What to Do if You Get Injured at Work

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What to Do if You Get Injured at Work

Getting injured at work can certainly be a traumatic experience that leaves you unsure of your rights and next steps. The good news is that Missouri law requires most employers to carry workers’ compensation insurance for this type of incident. This coverage is responsible for paying for your medical treatment (injury related) in addition to compensation for lost time on the job. Below is a simplified list of steps to complete if you are injured while at work. 

If You’re Injured at Work, seek Medical Attention immediately

If you are in need of first aid or any additional medical treatment, that should always be the first priority and of utmost importance. Also, be sure to inform your employer that you’re seeking this medical treatment. Under Missouri Law, the employer has the right to select the doctor you treat with. If the injured party seeks medical treatment without the employer and the workers’ compensation insurance company’s authorization, they are normally not required nor responsible to pay for such treatment. However, there are also situations where the employer or insurer will authorize the injured to see their own provider.

The employer or supervisor should arrange the medical treatment and file the required reports with the Division of Workers’ Compensation aka DWC. Once the first report of injury is filed with the DWC, you should be receiving a “Notification of Rights” letter if there was lost time from work. If there is no lost time from work then there will be a “Medical-Only” letter. Be sure to keep these for your records upon receiving.

Keep in mind that covered medical care can include authorized medical testing, treatment, prescriptions and medical devices with no deductible. All costs are paid by the employer or workers’ compensation insurance company. If a bill is sent to you, let the employer or insurance company know ASAP.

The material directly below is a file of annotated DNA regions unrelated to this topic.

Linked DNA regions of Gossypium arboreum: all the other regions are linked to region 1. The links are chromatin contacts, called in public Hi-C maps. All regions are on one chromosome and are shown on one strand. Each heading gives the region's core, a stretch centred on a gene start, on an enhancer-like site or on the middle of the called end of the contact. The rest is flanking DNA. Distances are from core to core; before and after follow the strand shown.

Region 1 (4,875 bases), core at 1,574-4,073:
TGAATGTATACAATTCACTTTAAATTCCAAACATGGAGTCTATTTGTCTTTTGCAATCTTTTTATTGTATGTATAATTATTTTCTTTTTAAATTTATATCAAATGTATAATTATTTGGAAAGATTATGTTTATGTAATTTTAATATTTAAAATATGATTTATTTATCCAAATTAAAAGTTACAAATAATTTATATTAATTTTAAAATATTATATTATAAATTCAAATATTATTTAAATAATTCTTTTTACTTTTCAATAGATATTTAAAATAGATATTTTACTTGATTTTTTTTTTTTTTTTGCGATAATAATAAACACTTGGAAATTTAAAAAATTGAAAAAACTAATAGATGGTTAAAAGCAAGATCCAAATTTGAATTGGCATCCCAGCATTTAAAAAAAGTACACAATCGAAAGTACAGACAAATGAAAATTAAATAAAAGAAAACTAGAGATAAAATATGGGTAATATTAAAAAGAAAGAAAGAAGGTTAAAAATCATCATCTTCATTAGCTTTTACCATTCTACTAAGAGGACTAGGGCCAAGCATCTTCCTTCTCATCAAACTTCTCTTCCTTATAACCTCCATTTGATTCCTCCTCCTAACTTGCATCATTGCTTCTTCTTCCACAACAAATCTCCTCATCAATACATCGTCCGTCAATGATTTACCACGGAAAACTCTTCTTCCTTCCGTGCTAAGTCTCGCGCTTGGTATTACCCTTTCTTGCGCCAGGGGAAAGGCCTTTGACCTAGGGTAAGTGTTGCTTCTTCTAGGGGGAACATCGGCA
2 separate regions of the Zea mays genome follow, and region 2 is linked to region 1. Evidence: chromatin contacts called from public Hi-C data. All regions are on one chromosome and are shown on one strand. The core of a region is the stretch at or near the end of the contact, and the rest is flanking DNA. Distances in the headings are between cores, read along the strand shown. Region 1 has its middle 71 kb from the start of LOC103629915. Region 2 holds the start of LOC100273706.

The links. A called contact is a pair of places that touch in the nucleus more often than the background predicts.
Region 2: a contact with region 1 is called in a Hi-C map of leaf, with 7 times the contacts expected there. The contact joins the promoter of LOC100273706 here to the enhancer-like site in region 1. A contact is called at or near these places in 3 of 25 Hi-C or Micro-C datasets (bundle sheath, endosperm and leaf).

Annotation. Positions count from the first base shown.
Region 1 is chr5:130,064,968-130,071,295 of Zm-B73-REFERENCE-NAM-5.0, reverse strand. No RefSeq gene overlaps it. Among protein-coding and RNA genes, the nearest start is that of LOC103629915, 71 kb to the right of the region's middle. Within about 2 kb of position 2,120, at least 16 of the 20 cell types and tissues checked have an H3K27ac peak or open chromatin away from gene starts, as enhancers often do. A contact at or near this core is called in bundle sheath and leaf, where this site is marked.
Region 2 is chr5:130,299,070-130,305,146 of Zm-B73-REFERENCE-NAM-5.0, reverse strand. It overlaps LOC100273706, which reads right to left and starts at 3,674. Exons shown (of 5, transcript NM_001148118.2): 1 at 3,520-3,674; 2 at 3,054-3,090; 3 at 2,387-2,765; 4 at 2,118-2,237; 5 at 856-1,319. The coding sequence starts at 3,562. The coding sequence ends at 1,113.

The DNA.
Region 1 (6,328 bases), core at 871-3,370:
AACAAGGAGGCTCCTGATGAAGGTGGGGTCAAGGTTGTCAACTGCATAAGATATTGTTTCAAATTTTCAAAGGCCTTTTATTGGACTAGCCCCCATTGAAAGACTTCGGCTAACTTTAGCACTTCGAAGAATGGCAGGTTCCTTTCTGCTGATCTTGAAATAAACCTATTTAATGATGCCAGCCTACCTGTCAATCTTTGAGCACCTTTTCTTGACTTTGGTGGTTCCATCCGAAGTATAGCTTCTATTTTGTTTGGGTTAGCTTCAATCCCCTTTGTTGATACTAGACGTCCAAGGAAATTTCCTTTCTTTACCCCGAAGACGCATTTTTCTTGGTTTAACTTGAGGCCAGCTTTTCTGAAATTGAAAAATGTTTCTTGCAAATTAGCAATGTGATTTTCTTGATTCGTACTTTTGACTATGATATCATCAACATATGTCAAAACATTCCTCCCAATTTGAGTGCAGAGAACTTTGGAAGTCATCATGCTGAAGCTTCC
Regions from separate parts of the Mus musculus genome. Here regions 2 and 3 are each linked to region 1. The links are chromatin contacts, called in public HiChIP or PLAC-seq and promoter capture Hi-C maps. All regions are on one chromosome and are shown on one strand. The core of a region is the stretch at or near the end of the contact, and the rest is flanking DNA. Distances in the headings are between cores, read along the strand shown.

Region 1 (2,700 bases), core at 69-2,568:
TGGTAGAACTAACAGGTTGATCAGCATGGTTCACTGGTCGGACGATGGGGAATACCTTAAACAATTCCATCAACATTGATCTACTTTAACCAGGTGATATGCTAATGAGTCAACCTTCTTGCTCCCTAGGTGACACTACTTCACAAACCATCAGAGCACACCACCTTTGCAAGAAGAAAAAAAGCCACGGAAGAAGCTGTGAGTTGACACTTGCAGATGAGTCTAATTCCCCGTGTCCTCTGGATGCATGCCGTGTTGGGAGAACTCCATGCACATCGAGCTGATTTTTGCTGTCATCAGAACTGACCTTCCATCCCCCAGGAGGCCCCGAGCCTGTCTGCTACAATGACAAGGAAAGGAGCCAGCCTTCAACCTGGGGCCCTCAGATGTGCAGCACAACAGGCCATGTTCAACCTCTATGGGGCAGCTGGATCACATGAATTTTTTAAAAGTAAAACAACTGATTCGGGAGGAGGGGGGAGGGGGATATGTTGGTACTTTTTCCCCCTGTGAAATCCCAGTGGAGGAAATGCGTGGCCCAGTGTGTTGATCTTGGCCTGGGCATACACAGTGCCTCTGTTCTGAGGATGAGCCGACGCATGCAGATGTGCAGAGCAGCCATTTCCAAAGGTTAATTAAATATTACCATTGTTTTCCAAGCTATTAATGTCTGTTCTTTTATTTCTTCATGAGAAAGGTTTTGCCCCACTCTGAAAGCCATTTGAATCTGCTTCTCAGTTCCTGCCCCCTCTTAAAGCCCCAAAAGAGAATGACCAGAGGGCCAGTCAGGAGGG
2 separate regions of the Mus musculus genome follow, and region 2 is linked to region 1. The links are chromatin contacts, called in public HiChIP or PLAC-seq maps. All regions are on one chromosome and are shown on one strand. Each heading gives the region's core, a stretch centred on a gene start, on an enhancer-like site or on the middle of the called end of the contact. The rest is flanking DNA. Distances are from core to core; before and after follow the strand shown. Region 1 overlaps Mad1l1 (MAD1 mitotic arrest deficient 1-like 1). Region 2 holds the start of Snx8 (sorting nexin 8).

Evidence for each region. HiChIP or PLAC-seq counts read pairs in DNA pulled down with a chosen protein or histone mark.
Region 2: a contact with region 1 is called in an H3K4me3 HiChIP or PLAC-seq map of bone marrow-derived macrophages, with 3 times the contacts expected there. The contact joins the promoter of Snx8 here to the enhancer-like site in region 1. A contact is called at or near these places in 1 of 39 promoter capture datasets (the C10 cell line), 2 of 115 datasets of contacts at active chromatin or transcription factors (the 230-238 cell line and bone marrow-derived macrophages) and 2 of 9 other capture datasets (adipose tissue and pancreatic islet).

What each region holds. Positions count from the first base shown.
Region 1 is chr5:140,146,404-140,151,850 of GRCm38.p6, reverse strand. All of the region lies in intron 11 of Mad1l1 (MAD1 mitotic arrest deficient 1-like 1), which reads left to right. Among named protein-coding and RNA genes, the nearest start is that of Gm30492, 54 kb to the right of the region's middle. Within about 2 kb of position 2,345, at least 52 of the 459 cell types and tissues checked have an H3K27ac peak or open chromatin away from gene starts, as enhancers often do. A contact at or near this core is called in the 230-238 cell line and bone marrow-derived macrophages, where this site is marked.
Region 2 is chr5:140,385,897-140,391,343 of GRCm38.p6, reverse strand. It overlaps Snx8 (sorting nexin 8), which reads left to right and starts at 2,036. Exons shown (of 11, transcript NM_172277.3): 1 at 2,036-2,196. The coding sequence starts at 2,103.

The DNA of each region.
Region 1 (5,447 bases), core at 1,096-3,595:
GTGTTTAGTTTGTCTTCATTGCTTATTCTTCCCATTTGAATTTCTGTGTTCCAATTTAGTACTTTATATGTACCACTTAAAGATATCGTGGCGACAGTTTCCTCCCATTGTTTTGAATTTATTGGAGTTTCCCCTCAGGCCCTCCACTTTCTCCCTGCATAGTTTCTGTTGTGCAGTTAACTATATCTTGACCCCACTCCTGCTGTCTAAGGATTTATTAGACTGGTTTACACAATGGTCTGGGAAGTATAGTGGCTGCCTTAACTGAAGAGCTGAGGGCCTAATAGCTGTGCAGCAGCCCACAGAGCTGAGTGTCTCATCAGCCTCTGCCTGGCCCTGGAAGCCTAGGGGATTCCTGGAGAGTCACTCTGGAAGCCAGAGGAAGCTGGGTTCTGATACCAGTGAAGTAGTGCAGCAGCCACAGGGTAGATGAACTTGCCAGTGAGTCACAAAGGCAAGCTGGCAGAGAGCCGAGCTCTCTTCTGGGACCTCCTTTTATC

Notify your supervisor immediately—in writing. 

After being injured on the job in Missouri, you have 30 days to inform your employer of the incident. Describe your injury and how the incident happened, including when and where it occurred. Failure to do so within the specified timeframe means the injured employee can lose their right to any and all workers’ compensation benefits.

All states all states have varying deadlines for when a claim has to be filed with the DWC, so check out your state’s Workers’ Compensation website for those details.

Fill out the required paperwork

If the employer has an Accident or Injury Report form, complete that form. If there is no form, use this one for Missouri and give to the employer not the Division of Workers Compensation:

*Keep a copy of any form/written notice for your records!

Prepare for potential lost wages

Temporary total disability payments are available to those who must miss work in the short-term. If you are unable to return to work or recovering from a surgery, you may be able to take advantage of temporary total disability. In the event you are able to return to work on light duty, temporary partial disability benefits are then paid to you. Once maximum medical improvement is reached, those payments would end. 

Top things to remember when an injury on the job happens to you:

  • Report the incident as soon as possible. 
  • Communication is key with your employer/insurance company. Understand the rules on authorized medical providers. You don’t want to end up paying the bill!
  • Always follow the doctor’s instructions in order to have a full recovery.
  • Attend an independent Medical Examination if you are required to.
  • Go back to work as soon as you are able. 
  • Attend any hearings that are held in the case when you are notified to appear. 
  • If in doubt, contact a workers’ compensation attorney.

If you’ve been injured at work, contact us today for a free consultation

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